7 Questions with Sheri Chen

7 Questions is a series of interviews with the culinary movers and shakers you want or ought to know.

When you are the mother of a very picky two-year-old how do you know when you’ve struck the right balance between satisfying your child’s nutritional needs and making food they will actually eat?  When the New York Times does a story about you, that’s when.

Sheri Chen of Happy Little BentoThat’s what happened to Sheri Chen when she began using the quaint Japanese custom of packing a well balanced lunch in artfully crafted packages known as Obentos (Bento boxes).  Chen disguised her healthy vittles with kid-friendly shapes like bunnies and kittens and her formerly finicky youngling began gobbling up her cherry tomatoes, broccoli and boiled eggs.

It went over so well that this stay-at-home-mother began sharing her ideas via her popular blog Happy Little Bento.  The blog includes instructions and a plethora of photos of what can only be described as happy little bento.  Soon came guest appearances on the Cooking Channel, PureNaturalDiva.com, TheKitchn.com and Glamour Magazine.

At the bottom of this post there is a gallery of some of Sheri’s creative Bento but first she answers 7 Questions:

1. For those unfamiliar with the term, what is a Bento?

A bento is loosely defined as a meal packed inside a box. Originating in Japan, this lunch style has been adopted worldwide; the traditional foods easily replaced by other cultural options. In addition to being convenient, a bento lunch is an excellent way to ensure a balanced meal with the additional bonus of being visually pleasing. The style of bento can range from a time-consuming artistic creation depicting real animals and character (charaben) to a standard colorful array anyone might put together in a few minutes.

2. What is it about Bento that makes them so appealing?

Kids and adults alike appreciate an appetizing meal. Not only does a bento box allow one to present a complete meal all at once, this type of display encourages one to use attractive and varied colors (fruits, veg, protein, carb), which results in a nutritious meal. If your food looks delicious and lovely, you’re more likely to feel excited about eating it, and kids especially become adventurous and more willing to finish. It’s an act of love to take the time and effort to choose and arrange food in a thoughtful manner for someone to enjoy. I really believe in the power of bento to encourage a lifestyle of healthy eating habits and enjoyment of food, as well as the bonding it fosters between parent and child.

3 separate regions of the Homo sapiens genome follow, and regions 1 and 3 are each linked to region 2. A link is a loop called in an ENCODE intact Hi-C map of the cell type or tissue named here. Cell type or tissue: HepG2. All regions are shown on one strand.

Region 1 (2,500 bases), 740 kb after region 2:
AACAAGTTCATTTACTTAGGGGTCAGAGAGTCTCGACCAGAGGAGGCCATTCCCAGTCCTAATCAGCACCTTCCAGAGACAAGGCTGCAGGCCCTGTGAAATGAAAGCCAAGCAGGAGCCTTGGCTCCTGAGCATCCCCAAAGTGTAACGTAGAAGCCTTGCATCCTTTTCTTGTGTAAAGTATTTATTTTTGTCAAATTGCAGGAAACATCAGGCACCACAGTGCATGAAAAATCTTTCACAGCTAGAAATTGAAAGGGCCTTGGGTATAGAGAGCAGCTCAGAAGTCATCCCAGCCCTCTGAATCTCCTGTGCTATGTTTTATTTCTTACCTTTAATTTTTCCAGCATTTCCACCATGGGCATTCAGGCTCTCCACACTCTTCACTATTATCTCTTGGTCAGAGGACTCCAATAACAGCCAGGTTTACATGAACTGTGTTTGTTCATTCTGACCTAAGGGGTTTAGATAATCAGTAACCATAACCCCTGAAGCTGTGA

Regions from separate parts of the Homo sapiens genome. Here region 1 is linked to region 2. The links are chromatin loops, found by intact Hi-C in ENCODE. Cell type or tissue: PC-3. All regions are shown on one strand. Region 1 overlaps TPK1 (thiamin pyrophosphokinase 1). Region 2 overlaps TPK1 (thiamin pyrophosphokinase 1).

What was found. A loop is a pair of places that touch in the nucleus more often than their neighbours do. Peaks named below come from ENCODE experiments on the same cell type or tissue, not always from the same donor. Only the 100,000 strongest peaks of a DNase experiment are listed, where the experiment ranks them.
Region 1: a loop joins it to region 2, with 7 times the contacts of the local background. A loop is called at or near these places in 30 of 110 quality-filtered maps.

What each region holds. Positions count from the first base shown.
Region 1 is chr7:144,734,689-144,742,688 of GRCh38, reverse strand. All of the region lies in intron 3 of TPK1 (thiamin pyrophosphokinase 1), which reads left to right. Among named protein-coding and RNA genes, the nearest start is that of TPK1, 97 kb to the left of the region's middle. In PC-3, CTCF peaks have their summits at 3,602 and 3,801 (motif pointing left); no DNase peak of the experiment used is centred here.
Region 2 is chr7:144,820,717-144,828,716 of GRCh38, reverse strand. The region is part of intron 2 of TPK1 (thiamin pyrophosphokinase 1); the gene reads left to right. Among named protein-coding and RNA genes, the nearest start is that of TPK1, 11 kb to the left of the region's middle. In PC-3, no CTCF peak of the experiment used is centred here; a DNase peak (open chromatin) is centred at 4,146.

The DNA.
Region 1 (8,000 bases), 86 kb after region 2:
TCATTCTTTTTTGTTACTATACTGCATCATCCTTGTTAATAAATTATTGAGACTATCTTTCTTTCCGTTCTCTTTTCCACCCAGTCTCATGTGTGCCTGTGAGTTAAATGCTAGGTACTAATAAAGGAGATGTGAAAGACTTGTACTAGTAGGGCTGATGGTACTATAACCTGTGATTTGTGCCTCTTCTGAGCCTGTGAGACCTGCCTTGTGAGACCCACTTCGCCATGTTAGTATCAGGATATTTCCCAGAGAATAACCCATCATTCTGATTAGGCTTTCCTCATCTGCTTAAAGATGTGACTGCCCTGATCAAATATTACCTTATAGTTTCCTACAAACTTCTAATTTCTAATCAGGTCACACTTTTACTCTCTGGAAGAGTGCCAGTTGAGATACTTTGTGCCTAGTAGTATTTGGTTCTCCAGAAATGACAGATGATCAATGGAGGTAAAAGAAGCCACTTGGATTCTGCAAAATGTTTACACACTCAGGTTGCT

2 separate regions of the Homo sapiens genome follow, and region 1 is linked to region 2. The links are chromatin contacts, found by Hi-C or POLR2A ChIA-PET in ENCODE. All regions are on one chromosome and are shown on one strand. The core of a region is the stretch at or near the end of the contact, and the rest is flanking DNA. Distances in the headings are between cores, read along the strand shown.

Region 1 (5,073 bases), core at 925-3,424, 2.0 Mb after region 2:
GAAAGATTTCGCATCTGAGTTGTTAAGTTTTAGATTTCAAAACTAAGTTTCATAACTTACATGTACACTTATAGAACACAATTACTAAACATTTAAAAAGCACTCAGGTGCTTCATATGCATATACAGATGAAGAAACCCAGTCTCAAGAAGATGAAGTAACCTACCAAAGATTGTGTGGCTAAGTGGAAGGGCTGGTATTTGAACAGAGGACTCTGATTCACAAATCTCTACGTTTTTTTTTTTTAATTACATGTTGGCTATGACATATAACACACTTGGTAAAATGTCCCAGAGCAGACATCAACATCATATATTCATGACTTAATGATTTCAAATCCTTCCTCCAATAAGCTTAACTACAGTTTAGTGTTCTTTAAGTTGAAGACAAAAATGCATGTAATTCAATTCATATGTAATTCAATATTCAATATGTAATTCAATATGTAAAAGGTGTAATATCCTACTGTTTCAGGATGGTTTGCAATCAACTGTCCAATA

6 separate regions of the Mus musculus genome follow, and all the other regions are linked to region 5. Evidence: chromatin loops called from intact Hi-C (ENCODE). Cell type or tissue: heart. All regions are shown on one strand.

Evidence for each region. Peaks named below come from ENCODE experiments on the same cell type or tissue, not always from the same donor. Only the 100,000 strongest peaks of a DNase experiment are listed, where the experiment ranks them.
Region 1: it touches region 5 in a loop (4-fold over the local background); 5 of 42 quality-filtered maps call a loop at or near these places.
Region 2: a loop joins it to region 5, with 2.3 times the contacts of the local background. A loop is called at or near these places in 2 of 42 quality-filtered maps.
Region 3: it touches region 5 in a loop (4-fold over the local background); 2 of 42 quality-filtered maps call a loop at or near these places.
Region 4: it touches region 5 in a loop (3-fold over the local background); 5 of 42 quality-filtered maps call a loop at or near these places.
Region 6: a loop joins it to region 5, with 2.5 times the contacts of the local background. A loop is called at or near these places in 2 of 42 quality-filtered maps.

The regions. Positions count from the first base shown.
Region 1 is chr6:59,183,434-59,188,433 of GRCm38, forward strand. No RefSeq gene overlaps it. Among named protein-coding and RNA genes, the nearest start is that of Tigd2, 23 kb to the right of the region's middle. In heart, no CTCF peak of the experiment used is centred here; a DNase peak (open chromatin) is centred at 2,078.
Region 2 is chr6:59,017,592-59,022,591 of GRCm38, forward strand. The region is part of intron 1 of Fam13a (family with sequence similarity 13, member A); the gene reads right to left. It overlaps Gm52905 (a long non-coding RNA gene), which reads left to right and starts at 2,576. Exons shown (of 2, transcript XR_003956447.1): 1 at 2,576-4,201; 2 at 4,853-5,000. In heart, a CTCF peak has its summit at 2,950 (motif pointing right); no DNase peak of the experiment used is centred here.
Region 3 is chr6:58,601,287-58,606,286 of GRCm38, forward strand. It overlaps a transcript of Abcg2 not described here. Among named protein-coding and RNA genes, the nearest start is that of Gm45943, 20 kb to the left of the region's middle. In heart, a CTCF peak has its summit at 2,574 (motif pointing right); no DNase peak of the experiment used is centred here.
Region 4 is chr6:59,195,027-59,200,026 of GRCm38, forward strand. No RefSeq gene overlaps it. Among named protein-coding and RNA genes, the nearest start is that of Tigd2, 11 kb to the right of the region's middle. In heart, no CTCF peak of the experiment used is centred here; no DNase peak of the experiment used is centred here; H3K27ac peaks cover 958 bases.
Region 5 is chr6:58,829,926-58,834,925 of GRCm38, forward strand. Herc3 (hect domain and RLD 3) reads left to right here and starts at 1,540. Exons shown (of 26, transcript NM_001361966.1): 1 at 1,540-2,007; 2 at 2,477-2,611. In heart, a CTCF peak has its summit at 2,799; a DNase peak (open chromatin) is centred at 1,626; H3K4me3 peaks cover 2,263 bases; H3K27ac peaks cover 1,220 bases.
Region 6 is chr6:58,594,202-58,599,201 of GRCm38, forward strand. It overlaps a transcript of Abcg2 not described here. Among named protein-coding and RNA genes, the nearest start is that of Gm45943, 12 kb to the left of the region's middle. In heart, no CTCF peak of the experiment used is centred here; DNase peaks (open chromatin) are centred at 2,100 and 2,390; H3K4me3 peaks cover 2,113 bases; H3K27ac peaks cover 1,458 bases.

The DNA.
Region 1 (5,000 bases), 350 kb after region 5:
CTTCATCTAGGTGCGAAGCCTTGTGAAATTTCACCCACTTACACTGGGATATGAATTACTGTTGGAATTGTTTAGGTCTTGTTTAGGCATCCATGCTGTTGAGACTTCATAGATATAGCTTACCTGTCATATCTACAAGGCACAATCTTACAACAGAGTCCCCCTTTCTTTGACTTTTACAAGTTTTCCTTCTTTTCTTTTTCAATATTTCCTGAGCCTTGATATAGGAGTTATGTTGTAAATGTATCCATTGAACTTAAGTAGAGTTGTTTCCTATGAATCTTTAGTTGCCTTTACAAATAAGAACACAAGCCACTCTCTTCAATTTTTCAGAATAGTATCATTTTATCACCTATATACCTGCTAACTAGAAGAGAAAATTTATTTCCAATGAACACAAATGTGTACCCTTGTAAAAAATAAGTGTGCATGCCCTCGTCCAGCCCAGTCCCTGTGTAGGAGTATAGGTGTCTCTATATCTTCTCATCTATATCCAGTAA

3. What was the inspiration for starting your blog, Happy Little Bento?

For years I had been happily packing bento for my kids and going along my merry way. I actually used to keep a handwritten diary of what I fed my son each day since he started on solid food until I realized I could simply take a picture and keep an online photo diary. The day I posted my first picture and received my first comment, I discovered a whole new network of friends with similar interests. It seemed natural to start the blog and make it easier to maintain the connections with other parents. Since then I’ve found that it also serves to bring new people to bento, which has been one of the biggest thrills of my blogging life.

4. You have been featured in the New York Times and on the Cooking Channel.  Are you surprised by the attention your blog has attracted?

When I started I certainly never expected to attract any special attention; my main goal was a personal reference for future bento planning. In the past few years I’ve witnessed a huge growth in the bento-making community of parents, and they want to learn more for the benefit of their children. I’m very fortunate to be a part of this movement gaining wide popularity and it makes me very excited to help bring attention to bento.

5. What do your kids think of all this?

My second-grade boy likes to act pretty cool about it while my 4 year old daughter likes to talk about it to her friends and teachers. They’ve both shared their photo session experiences at school. She loves the spotlight so all the attention is right up her alley. They’ve grown up with bento all their lives so it’s nice that they get to take part in sharing it with others.

6. Do your readers ever share their ideas with you?

I hear from parents all over the world who tell me that they’ve become inspired to pack bento for their kids when they see how easy it looks, or that their kids see the photos and ask to bring one to school. Usually they ask questions but sometimes they tell me about how they’ve used bento to successfully transform their kids’ mealtimes. I love those emails because they inspire me to continue sharing my experience and to strive to improve my efforts with my own bentomaking.

7. Are their any plans for a book based on your blog?

Not at the moment but I’m open for the next challenge!
[fgallery id=2 w=555 h=435 t=0 title="Bento"]

One Response to 7 Questions with Sheri Chen

  • Nami says:

    Sheri makes wonderful bento for kids and it's so fun to see how she makes those cute bento with food! What a nice introduction of bento and bento making. Great interview!

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Stuart is a celebrity chef, food activist and award-winning food writer. He penned the cookbooks Third Coast Cuisine: Recipes of the Gulf of Mexico, No Sides Needed: 34 Recipes To Simplify Life and Amigeauxs - Mexican/Creole Fusion Cuisine. He hosts two Internet cooking shows "Everyday Gourmet" and "Little Grill Big Flavor." His recipes have been featured in Current, Lagniappe, Southern Tailgater, The Kitchen Hotline and on the Cooking Channel.

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